When you are starting a business, you may work from your home and use your personal vehicle for work. But as you begin to grow, you’ll start to realize you may need more people to do the job. You’ll also probably notice your home doesn’t give you enough space.
A growing business is a good problem, but more resources mean higher upfront costs. For example, you may need commercial property, and if you do, should you rent or buy? If your business requires meeting customers and on-site work, you’ll need a fleet of vehicles. What is a fleet insurance policy, and do you need it?
And finally, you’ll need business insurance. And you may be asking yourself why you can’t get by without it. We’ll answer those questions with the following tips small business owners should keep in mind when they’re considering expanding their operations.
Perhaps you’ve been getting by working out of your home, but your sales strategy is so fantastic, you’re getting to the point where you need a separate space.
Perks of Commercial Property
Having clients meet you at your office rather than your living room is undoubtedly a benefit of a business site.
Another perk is separating your home and work life so they don’t meld into one. This commonly happens when you work from home.
Renting Versus Buying
Should you rent or buy commercial property? The answer depends on your business, savings, the real estate market, and several other factors.
There are some downsides to renting. First, the way commercial property works these days is that the renter assumes all costs associated with the building. It’s not like renting a residential property where the landlord manages maintenance. You spend a lot of money each month that doesn’t go toward the principal when you rent.
The problem is that to buy a commercial property, you’ll need a lot of money upfront, and that might not be possible. Revenue forecasting can help you set a realistic budget for the future so you’ll be able to make a more informed decision about what you can afford.
So, to give you a simplified answer, buy if you can, but rent if you must.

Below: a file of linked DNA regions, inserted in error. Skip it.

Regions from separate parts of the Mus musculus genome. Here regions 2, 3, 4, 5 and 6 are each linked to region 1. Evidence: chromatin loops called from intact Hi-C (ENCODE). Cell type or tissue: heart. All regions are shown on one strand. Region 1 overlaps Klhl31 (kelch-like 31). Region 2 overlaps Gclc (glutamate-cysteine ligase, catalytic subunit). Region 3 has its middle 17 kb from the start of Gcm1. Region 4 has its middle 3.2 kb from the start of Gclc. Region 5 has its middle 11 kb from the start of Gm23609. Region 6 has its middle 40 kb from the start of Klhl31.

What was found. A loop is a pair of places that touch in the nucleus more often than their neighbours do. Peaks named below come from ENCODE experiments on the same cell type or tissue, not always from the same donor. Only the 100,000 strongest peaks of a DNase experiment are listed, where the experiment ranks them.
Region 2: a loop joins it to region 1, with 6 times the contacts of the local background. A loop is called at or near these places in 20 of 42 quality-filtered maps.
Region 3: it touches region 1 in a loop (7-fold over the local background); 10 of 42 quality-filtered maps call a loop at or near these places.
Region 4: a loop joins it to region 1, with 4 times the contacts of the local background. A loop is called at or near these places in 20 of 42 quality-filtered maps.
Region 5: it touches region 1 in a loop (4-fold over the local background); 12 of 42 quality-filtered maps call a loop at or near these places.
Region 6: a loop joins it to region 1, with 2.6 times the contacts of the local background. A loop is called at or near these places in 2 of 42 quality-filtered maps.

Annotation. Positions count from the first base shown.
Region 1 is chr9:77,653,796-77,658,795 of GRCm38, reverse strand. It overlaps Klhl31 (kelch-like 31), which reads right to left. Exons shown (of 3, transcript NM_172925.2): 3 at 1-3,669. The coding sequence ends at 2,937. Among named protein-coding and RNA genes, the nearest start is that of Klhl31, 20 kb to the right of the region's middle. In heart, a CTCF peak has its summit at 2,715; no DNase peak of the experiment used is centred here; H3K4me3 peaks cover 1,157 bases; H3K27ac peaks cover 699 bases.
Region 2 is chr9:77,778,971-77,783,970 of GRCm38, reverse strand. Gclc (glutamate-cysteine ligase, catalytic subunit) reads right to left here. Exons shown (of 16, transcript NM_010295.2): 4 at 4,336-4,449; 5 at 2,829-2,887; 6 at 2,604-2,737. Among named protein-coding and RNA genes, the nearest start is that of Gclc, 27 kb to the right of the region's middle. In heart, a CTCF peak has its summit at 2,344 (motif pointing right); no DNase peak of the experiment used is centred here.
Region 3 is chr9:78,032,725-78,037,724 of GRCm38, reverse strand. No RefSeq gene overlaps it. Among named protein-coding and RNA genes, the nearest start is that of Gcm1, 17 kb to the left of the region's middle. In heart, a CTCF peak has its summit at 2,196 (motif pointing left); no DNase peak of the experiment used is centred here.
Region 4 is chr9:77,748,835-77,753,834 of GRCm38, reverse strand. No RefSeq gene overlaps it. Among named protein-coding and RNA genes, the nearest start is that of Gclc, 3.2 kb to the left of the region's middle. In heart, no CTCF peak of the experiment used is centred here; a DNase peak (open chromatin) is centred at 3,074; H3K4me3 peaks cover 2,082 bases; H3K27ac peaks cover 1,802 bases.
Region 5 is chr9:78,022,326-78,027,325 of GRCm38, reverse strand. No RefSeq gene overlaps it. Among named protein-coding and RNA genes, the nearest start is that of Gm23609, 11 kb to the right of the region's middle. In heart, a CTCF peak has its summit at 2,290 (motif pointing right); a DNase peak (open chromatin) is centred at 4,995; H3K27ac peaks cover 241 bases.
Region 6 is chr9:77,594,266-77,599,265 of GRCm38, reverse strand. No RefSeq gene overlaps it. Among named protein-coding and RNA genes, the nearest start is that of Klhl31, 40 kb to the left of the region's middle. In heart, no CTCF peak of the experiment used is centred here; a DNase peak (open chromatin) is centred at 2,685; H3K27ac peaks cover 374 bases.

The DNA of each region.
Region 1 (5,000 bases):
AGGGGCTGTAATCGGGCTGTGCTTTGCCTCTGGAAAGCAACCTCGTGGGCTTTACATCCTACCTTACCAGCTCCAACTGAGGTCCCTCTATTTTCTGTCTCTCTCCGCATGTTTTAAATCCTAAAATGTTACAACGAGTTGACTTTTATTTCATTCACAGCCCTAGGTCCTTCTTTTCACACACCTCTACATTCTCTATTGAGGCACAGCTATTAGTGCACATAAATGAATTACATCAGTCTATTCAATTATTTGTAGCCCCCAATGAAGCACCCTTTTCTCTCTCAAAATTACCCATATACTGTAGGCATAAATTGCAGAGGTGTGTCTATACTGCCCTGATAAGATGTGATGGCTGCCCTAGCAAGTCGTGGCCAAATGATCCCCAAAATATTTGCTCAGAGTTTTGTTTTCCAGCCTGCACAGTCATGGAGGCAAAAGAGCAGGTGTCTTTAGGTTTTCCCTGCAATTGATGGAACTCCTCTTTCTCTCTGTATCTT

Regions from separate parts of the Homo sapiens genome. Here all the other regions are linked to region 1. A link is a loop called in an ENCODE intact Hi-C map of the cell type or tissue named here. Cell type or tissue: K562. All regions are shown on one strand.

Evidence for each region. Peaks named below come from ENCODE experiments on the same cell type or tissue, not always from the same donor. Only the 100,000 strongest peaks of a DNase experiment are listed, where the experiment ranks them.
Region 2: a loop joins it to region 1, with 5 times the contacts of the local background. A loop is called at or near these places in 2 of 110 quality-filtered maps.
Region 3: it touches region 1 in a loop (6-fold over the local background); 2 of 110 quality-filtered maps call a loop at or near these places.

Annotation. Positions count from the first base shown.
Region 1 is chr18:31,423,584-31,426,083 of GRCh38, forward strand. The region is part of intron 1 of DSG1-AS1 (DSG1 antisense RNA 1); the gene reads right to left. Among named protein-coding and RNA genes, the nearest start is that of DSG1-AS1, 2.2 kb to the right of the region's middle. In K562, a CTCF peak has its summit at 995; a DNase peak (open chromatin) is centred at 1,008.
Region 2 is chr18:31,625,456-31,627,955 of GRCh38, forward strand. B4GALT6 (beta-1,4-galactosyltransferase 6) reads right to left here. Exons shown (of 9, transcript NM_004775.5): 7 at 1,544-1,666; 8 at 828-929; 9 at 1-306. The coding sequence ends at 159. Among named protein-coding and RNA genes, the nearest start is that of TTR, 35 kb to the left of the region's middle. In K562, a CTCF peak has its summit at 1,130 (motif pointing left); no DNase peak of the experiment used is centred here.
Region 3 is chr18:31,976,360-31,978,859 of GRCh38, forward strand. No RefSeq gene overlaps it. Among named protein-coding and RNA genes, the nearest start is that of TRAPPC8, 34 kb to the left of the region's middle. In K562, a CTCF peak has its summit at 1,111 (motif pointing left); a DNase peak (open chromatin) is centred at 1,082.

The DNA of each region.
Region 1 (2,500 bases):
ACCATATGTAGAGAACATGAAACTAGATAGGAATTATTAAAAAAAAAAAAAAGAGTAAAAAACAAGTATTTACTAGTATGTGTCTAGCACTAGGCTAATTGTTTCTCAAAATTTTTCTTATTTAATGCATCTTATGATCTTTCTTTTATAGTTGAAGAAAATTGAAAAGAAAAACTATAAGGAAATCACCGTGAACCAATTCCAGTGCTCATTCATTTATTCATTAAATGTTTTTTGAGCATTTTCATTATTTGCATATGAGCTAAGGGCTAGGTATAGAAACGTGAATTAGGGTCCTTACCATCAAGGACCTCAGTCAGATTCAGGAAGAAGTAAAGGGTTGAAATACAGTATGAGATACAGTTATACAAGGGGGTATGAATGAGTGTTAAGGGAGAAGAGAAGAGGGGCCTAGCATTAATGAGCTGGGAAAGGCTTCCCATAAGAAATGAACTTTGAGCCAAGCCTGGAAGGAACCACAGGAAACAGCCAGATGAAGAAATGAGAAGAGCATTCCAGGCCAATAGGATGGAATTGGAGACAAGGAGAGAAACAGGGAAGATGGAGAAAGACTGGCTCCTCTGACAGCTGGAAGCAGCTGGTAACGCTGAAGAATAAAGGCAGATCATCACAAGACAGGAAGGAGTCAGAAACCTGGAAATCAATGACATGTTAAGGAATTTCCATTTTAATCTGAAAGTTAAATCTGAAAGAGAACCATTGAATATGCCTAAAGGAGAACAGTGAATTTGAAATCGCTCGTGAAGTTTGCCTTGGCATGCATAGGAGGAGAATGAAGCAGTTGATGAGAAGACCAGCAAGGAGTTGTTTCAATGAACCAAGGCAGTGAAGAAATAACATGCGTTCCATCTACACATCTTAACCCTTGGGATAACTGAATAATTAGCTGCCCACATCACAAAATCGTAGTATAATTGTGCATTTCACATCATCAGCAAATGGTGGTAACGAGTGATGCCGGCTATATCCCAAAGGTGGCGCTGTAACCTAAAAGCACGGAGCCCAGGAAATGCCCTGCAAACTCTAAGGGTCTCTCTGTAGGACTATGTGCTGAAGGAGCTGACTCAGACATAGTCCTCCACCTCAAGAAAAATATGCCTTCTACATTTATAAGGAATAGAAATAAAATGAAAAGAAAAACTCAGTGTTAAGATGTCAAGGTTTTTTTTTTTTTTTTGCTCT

Not every business requires a fleet of vehicles, and if yours doesn’t require it, you can cross this off your list. For example, if your employees come to the office, put in a day of work, and drive home, they don’t need a company car.
If, on the other hand, your employees transport equipment, make deliveries, and do onsite work, you’re probably going to need company vehicles. If you do, you’ll need insurance for them.
Fleet insurance is a simple way to insure several vehicles on one policy. It tends to be cheaper than individual policies, and it’s certainly easier to deal with one payment.
You should have business insurance even when you’re operating out of your home. Still, you’ll have more considerations and likely higher costs when you expand, hire employees and move into a commercial space.
If you have employees, the law requires you to have the following types of insurance:
- Workers’ compensation
You should also have a commercial property policy, general liability policy, product liability insurance, and professional liability insurance. Cyber insurance can also provide financial protection from cybersecurity breaches. You may not need all these products, but you should look into each to get the ones you need.
Growing your business is an exciting time, and if you know what you need to prepare, you can make your transition smooth and continue growing.
Melanie Musson writes and researches for the auto insurance comparison site, 4AutoInsuranceQuote.com. She enjoys helping others understand their insurance needs so they can protect their financial stability currently and in the future.